Something More Than Night by Ian Tregillis, Tor Books, 304 pages, $29.99
In many ways, Bayliss, the hard-boiled gumshoe in Tregillis’s noir detective novel, is a caricature of the trench-coat-wearing, chain-smoking cynic – only, he happens to be a low-ranking fallen angel. When the seraph Gabriel is murdered and his Jericho Trumpet, an incredible destructive force, is stolen, Bayliss needs to plug the hole left in creation. He appoints Molly, a tough woman who is deeply in over her head following a divine transformation. Equal parts catechism and quantum physics, Tregillis’s universe has exquisite structure and considerable depth, and the angelic politics at play are intriguing and always entertaining. Though the tension and the strength of the plot falters near the very end due to a final reveal that doesn’t quite match the strength of the rest of the novel, it’s a sin to be forgiven for the celestial quality of most of the writing.
Lagoon by Nnedi Okorafor, Hodder & Stoughton, $22.99
Set in Lagos, Nigeria, this story of first contact centres on three extremely different people (a Ghanaian rapper, a disgraced solider, and a troubled marine biologist) who are present for alien first contact, and then take on the responsibility to protect the new arrival. At first, they simply want to arrange a meeting between the alien and the president of Nigeria, but are beset by corrupt governmental officials, a panicked and rioting population, and, why not, sea monsters (psychic manatees! Swordfish bent on revenge!). As chaos begins to take hold, so the prose splinters apart. While the characters are often reduced to sketches of themselves due to the intensity of events, the setting is so well-wrought, often horrifying and sublime that the narrative flourishes within.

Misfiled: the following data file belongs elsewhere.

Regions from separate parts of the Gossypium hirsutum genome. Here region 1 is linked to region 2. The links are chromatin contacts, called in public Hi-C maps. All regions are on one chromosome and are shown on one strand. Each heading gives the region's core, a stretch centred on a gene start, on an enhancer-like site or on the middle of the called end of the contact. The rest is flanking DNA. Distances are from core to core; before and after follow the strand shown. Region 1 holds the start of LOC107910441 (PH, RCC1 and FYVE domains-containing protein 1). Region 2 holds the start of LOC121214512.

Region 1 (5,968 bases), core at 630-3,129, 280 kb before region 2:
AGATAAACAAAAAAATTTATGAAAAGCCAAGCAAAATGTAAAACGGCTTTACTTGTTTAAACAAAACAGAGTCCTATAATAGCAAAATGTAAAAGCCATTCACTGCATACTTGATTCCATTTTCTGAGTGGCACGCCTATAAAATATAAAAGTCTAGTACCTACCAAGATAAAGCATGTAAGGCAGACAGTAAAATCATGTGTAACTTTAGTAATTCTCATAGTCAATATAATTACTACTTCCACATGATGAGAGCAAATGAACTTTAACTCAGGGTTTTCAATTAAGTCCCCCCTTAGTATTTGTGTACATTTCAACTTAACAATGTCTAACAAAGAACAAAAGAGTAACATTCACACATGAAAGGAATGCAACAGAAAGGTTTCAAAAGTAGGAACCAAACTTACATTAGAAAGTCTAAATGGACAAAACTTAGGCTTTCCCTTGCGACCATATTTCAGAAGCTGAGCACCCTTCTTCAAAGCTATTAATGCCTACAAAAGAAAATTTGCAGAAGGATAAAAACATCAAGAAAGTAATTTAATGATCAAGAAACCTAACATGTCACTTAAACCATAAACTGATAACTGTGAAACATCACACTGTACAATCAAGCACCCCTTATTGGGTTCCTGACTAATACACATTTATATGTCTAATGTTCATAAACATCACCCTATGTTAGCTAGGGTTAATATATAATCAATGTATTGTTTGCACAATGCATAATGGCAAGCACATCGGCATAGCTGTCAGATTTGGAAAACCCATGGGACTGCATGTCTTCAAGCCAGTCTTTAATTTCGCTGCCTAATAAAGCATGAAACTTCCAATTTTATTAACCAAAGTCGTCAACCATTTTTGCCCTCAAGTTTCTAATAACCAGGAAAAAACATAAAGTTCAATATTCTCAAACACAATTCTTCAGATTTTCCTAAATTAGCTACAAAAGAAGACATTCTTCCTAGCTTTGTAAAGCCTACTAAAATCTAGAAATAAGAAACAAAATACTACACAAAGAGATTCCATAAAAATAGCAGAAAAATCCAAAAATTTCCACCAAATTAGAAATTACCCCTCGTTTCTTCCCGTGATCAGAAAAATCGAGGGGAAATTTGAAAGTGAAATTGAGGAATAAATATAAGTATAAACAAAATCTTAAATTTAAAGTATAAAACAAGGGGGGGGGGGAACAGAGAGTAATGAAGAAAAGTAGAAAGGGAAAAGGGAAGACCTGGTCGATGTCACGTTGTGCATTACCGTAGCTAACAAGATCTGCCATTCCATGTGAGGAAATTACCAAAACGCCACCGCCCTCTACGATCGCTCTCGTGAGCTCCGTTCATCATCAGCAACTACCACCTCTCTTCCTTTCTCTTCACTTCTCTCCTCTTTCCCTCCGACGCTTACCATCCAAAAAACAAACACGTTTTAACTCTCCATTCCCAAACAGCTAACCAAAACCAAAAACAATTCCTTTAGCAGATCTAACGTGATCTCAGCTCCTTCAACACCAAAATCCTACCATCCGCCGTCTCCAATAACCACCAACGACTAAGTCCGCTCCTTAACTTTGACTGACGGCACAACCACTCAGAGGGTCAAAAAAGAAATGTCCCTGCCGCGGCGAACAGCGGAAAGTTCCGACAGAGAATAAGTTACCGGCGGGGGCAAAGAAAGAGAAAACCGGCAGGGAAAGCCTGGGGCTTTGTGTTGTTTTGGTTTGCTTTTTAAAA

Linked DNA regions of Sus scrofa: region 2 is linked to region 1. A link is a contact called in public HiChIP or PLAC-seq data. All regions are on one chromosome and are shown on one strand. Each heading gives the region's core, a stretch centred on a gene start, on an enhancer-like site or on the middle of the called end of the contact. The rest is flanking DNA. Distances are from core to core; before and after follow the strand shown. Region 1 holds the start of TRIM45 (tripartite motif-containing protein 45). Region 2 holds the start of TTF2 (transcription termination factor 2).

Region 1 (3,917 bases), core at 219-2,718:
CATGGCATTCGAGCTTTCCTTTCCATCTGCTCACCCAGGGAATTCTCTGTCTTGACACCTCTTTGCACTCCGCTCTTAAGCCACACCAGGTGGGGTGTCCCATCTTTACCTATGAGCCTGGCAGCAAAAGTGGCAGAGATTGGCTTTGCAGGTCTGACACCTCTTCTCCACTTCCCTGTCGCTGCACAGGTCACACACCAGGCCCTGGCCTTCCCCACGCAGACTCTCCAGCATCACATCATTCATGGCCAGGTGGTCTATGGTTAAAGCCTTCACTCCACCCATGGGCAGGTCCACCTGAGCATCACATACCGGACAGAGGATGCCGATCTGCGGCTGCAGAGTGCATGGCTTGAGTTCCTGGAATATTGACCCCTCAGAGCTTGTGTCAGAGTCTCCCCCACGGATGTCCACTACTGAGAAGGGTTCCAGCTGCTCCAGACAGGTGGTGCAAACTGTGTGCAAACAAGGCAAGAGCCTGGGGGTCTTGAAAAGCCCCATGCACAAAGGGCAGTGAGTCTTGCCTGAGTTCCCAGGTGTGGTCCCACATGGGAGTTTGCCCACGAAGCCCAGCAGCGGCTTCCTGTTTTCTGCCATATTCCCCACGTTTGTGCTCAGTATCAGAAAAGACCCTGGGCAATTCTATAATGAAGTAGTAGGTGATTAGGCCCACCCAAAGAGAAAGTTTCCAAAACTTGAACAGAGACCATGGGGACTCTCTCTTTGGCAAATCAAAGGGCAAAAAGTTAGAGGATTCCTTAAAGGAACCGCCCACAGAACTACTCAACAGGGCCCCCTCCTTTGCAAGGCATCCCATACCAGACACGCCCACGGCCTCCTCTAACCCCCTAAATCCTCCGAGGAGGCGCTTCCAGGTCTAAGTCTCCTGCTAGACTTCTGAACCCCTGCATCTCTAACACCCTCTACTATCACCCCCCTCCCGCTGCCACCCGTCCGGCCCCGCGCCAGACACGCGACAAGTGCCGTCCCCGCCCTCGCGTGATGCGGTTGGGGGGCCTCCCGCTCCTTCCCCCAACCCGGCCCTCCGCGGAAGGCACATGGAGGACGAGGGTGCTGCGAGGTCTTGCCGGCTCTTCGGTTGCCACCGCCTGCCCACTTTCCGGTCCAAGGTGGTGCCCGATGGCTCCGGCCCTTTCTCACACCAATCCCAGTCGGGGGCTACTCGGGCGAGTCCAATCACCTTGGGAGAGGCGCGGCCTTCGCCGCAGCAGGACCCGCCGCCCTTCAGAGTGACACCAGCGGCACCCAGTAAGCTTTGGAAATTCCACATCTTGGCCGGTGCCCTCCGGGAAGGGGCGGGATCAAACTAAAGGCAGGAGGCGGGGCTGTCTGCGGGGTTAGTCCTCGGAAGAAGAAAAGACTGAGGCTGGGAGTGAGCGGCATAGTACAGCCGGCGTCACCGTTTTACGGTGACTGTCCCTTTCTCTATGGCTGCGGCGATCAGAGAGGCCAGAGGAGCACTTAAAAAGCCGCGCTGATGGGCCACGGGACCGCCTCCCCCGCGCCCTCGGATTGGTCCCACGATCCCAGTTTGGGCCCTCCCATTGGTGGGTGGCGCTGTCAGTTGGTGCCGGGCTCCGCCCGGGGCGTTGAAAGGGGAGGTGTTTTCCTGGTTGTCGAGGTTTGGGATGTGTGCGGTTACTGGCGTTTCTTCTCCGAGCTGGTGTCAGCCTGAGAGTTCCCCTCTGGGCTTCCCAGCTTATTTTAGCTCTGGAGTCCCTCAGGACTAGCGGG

The Fell Sword by Miles (Christian) Cameron, Orbit, 640 pages, $19
Miles Cameron is, in fact, the alter ego of historical fiction writer Christian Cameron, who is best known for his wildly successful Tyrant series of novels. Reading this massive tome was not unlike hacking through a proverbial forest of thorns, only the barbs are made of the dense, intricate prose style and the formal, ritualized way many of the characters speak to each other. The slog, especially in the early parts of the books is worth the pay off: well-rendered, captivating characters and brilliant battle scenes. The mythical beasts and magical elements that populate the world also possess a wonderful, concrete realness – there is one unforgettable scene involving giant poop, for instance – that draws the reader in and gives Cameron’s fantastical universe gravity.